Junior Grand Prix Final silver medalist (2019-20)

This is Liu’s first Olympics. She is the youngest member of the 2022 U.S. Olympic figure skating team. Liu petitioned for a spot on the team after a positive COVID-19 test left her unable to finish the women’s event at the 2022 U.S. Championships. Liu won Nebelhorn Trophy in Sept. 2021 to solidify the three spots for the U.S. women for the 2022 Olympics.

“I’m really excited,” Liu said. “I have basically been training forever for this moment. I’m really happy with the decisions that I have made because apparently they were all good ones because I’m here right now and I’m really excited to be going with Mariah and Karen.”

Liu is the youngest-ever U.S. women’s national champion, having won her first title at age 13, and is also the youngest to win two senior national titles (age 14). Liu is the ninth and youngest woman to land a triple Axel in international competition. She is also the first U.S. woman to successfully complete a quadruple jump in a competition, and the first U.S. woman to land a quadruple jump and triple axel in the same program.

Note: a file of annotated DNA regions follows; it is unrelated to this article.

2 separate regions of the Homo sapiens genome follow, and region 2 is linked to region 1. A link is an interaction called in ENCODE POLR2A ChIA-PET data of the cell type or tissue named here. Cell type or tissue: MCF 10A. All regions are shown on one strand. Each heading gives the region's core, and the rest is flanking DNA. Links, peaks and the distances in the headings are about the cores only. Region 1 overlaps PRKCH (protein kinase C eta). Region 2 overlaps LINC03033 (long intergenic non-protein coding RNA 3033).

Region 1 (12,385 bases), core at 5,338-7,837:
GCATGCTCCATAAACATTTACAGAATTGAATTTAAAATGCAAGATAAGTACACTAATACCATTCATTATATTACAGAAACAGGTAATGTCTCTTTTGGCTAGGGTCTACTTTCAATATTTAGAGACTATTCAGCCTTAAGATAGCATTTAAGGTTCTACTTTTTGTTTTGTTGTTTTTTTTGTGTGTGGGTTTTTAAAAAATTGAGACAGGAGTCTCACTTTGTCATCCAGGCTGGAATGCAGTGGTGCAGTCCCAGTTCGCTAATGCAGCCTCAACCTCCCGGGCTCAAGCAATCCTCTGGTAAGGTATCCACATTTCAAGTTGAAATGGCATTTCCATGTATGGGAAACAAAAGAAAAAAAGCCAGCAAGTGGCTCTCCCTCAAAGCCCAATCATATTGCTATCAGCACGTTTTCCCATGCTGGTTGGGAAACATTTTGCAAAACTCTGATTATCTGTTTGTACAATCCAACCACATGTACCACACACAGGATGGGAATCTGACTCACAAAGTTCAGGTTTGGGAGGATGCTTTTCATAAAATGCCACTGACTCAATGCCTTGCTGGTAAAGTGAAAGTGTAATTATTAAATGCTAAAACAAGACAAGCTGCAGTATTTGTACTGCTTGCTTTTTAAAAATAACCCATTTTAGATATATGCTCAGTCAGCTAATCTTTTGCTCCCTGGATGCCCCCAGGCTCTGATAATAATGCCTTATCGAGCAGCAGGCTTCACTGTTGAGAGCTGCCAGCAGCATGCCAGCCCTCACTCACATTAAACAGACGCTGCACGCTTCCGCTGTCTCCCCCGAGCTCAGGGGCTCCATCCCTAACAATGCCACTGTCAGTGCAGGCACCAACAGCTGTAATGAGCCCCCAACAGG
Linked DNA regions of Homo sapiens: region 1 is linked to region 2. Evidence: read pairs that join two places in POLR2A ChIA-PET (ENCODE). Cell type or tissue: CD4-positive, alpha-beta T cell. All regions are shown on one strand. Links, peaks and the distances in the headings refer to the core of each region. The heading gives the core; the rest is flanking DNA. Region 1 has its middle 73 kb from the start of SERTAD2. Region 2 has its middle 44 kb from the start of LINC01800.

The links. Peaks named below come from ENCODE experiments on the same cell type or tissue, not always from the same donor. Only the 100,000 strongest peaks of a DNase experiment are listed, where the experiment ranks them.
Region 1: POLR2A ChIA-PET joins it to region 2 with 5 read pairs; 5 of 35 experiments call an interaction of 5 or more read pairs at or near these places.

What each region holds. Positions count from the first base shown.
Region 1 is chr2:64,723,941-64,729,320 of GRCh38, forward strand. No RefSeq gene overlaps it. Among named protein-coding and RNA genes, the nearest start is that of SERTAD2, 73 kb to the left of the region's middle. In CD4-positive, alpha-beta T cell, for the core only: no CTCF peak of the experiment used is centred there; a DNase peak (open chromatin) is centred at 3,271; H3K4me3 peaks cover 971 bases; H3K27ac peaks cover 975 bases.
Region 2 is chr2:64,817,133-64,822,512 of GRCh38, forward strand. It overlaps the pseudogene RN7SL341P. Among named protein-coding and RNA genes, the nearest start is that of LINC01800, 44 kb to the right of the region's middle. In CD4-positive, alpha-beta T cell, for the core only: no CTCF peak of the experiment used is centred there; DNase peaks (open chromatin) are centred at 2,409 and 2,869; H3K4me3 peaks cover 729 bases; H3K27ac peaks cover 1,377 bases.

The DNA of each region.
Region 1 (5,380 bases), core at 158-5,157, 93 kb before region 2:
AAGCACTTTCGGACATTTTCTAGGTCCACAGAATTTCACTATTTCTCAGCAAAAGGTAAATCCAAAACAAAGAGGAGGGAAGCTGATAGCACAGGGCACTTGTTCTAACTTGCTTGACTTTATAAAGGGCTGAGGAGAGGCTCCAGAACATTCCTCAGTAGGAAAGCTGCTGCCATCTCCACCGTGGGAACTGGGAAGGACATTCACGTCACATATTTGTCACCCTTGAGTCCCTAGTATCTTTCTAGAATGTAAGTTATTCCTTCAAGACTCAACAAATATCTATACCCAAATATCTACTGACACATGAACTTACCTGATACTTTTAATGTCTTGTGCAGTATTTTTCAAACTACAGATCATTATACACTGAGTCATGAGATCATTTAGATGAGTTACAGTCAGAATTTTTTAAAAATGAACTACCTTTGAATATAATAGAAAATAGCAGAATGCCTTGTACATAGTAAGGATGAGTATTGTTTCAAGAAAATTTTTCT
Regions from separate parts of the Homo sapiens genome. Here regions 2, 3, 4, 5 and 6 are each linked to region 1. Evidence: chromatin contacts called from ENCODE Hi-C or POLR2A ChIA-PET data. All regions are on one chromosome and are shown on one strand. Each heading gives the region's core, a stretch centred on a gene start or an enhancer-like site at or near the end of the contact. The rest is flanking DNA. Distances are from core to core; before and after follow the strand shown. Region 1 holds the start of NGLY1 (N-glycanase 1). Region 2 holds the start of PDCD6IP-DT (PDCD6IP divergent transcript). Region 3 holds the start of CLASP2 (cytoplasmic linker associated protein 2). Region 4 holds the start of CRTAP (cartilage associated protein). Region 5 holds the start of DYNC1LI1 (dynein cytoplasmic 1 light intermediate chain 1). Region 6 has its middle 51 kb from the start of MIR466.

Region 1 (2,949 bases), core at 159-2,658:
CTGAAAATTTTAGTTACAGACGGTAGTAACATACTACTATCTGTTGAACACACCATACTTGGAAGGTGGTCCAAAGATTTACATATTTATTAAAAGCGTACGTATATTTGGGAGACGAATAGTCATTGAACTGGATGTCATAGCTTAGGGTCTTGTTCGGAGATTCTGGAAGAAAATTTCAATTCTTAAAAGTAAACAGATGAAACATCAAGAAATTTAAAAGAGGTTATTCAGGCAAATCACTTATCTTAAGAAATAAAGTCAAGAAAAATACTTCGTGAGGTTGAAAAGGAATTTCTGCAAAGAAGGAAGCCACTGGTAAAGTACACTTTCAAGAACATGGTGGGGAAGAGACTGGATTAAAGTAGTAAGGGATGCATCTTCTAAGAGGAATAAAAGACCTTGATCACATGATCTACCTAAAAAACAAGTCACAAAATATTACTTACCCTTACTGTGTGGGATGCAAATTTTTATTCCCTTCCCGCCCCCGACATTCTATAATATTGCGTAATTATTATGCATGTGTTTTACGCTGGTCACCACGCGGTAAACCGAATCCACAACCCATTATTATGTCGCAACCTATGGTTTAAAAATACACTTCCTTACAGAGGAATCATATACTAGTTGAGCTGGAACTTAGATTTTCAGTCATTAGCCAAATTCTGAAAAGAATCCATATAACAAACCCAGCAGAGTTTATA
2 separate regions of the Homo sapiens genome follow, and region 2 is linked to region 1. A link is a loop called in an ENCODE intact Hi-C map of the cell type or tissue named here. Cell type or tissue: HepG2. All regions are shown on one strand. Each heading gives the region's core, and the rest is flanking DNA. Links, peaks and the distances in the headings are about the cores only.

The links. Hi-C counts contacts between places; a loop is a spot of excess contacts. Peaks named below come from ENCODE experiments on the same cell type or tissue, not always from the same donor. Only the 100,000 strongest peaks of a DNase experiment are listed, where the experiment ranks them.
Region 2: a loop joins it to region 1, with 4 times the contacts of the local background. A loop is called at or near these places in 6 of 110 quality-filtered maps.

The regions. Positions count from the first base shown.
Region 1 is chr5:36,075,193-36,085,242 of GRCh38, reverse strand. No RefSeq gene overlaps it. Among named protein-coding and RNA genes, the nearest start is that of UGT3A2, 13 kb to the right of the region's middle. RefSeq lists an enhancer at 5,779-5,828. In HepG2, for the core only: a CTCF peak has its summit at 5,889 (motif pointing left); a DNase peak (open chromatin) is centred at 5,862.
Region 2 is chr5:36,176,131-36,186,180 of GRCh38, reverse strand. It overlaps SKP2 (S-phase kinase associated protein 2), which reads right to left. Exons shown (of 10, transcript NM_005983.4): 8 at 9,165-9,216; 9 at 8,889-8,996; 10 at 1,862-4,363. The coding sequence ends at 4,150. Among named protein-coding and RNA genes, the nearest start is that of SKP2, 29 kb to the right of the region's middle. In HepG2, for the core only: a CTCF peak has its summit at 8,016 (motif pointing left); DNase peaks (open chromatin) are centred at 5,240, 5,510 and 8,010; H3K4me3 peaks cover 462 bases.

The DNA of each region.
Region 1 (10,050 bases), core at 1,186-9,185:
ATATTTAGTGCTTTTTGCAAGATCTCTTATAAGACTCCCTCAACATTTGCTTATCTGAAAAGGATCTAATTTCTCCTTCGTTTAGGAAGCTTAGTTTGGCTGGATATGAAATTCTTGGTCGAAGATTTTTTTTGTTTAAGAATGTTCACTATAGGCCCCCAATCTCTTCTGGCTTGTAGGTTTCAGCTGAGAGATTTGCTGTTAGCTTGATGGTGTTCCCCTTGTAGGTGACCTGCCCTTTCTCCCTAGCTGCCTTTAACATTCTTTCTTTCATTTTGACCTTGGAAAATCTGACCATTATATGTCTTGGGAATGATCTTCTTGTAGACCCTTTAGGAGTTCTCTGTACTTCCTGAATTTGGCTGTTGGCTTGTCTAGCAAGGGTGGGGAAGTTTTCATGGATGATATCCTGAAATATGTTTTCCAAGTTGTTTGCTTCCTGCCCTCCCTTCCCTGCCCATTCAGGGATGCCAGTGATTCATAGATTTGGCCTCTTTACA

Jason Brown
Highland Park, Ill.
Tracy Wilson, Brian Orser, Karen Preston
Training Location:
Toronto, Ontario, Canada
Official website: jasonbrown.figureskatersonline.com

Olympic Team Event bronze medalist (2014)
Two-time Four Continents medalist (silver – 2020, bronze – 2018)
U.S. Champion (2015)
Two-time U.S. silver medalist (2014 and 2020)
Three-time U.S. bronze medalist (2017, 2019 and 2021)
U.S. pewter medalist (2022)

This is Brown’s second Olympic games. In 2014, he was a member of the U.S. team that won the bronze medal in the team event. In the men’s individual event, he finished in 9th place. In 2018, he failed to make the Olympic team.